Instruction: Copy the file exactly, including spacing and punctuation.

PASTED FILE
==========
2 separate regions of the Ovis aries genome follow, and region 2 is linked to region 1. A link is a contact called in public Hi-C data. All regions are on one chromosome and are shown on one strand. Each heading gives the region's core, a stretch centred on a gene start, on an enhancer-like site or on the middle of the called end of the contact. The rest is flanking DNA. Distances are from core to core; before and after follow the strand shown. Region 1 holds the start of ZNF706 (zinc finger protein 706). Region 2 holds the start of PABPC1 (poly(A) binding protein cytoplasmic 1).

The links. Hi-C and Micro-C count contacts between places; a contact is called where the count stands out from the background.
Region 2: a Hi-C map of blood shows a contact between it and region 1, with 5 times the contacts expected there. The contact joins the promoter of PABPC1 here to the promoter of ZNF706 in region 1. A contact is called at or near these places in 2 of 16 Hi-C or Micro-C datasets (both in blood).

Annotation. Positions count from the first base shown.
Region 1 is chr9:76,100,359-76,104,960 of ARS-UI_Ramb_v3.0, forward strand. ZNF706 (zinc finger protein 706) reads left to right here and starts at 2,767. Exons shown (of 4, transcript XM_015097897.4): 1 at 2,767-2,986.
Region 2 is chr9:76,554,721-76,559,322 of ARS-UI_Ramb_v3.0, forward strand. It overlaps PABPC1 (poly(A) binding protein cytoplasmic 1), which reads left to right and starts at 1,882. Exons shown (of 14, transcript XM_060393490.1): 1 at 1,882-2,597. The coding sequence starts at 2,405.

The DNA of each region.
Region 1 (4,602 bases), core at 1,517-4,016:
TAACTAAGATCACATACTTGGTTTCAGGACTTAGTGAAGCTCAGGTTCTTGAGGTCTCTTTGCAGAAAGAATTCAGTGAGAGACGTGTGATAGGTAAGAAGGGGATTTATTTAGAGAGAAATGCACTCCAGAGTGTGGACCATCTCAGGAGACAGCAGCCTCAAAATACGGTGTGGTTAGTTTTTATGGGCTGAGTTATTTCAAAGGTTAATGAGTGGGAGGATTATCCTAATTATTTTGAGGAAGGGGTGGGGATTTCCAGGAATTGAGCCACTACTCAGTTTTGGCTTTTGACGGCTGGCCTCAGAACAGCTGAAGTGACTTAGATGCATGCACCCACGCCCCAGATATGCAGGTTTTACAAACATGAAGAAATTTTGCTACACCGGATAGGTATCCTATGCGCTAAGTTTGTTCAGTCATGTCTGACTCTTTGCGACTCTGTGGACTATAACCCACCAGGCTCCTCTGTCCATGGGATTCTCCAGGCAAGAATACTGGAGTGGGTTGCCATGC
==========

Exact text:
2 separate regions of the Ovis aries genome follow, and region 2 is linked to region 1. A link is a contact called in public Hi-C data. All regions are on one chromosome and are shown on one strand. Each heading gives the region's core, a stretch centred on a gene start, on an enhancer-like site or on the middle of the called end of the contact. The rest is flanking DNA. Distances are from core to core; before and after follow the strand shown. Region 1 holds the start of ZNF706 (zinc finger protein 706). Region 2 holds the start of PABPC1 (poly(A) binding protein cytoplasmic 1).

The links. Hi-C and Micro-C count contacts between places; a contact is called where the count stands out from the background.
Region 2: a Hi-C map of blood shows a contact between it and region 1, with 5 times the contacts expected there. The contact joins the promoter of PABPC1 here to the promoter of ZNF706 in region 1. A contact is called at or near these places in 2 of 16 Hi-C or Micro-C datasets (both in blood).

Annotation. Positions count from the first base shown.
Region 1 is chr9:76,100,359-76,104,960 of ARS-UI_Ramb_v3.0, forward strand. ZNF706 (zinc finger protein 706) reads left to right here and starts at 2,767. Exons shown (of 4, transcript XM_015097897.4): 1 at 2,767-2,986.
Region 2 is chr9:76,554,721-76,559,322 of ARS-UI_Ramb_v3.0, forward strand. It overlaps PABPC1 (poly(A) binding protein cytoplasmic 1), which reads left to right and starts at 1,882. Exons shown (of 14, transcript XM_060393490.1): 1 at 1,882-2,597. The coding sequence starts at 2,405.

The DNA of each region.
Region 1 (4,602 bases), core at 1,517-4,016:
TAACTAAGATCACATACTTGGTTTCAGGACTTAGTGAAGCTCAGGTTCTTGAGGTCTCTTTGCAGAAAGAATTCAGTGAGAGACGTGTGATAGGTAAGAAGGGGATTTATTTAGAGAGAAATGCACTCCAGAGTGTGGACCATCTCAGGAGACAGCAGCCTCAAAATACGGTGTGGTTAGTTTTTATGGGCTGAGTTATTTCAAAGGTTAATGAGTGGGAGGATTATCCTAATTATTTTGAGGAAGGGGTGGGGATTTCCAGGAATTGAGCCACTACTCAGTTTTGGCTTTTGACGGCTGGCCTCAGAACAGCTGAAGTGACTTAGATGCATGCACCCACGCCCCAGATATGCAGGTTTTACAAACATGAAGAAATTTTGCTACACCGGATAGGTATCCTATGCGCTAAGTTTGTTCAGTCATGTCTGACTCTTTGCGACTCTGTGGACTATAACCCACCAGGCTCCTCTGTCCATGGGATTCTCCAGGCAAGAATACTGGAGTGGGTTGCCATGC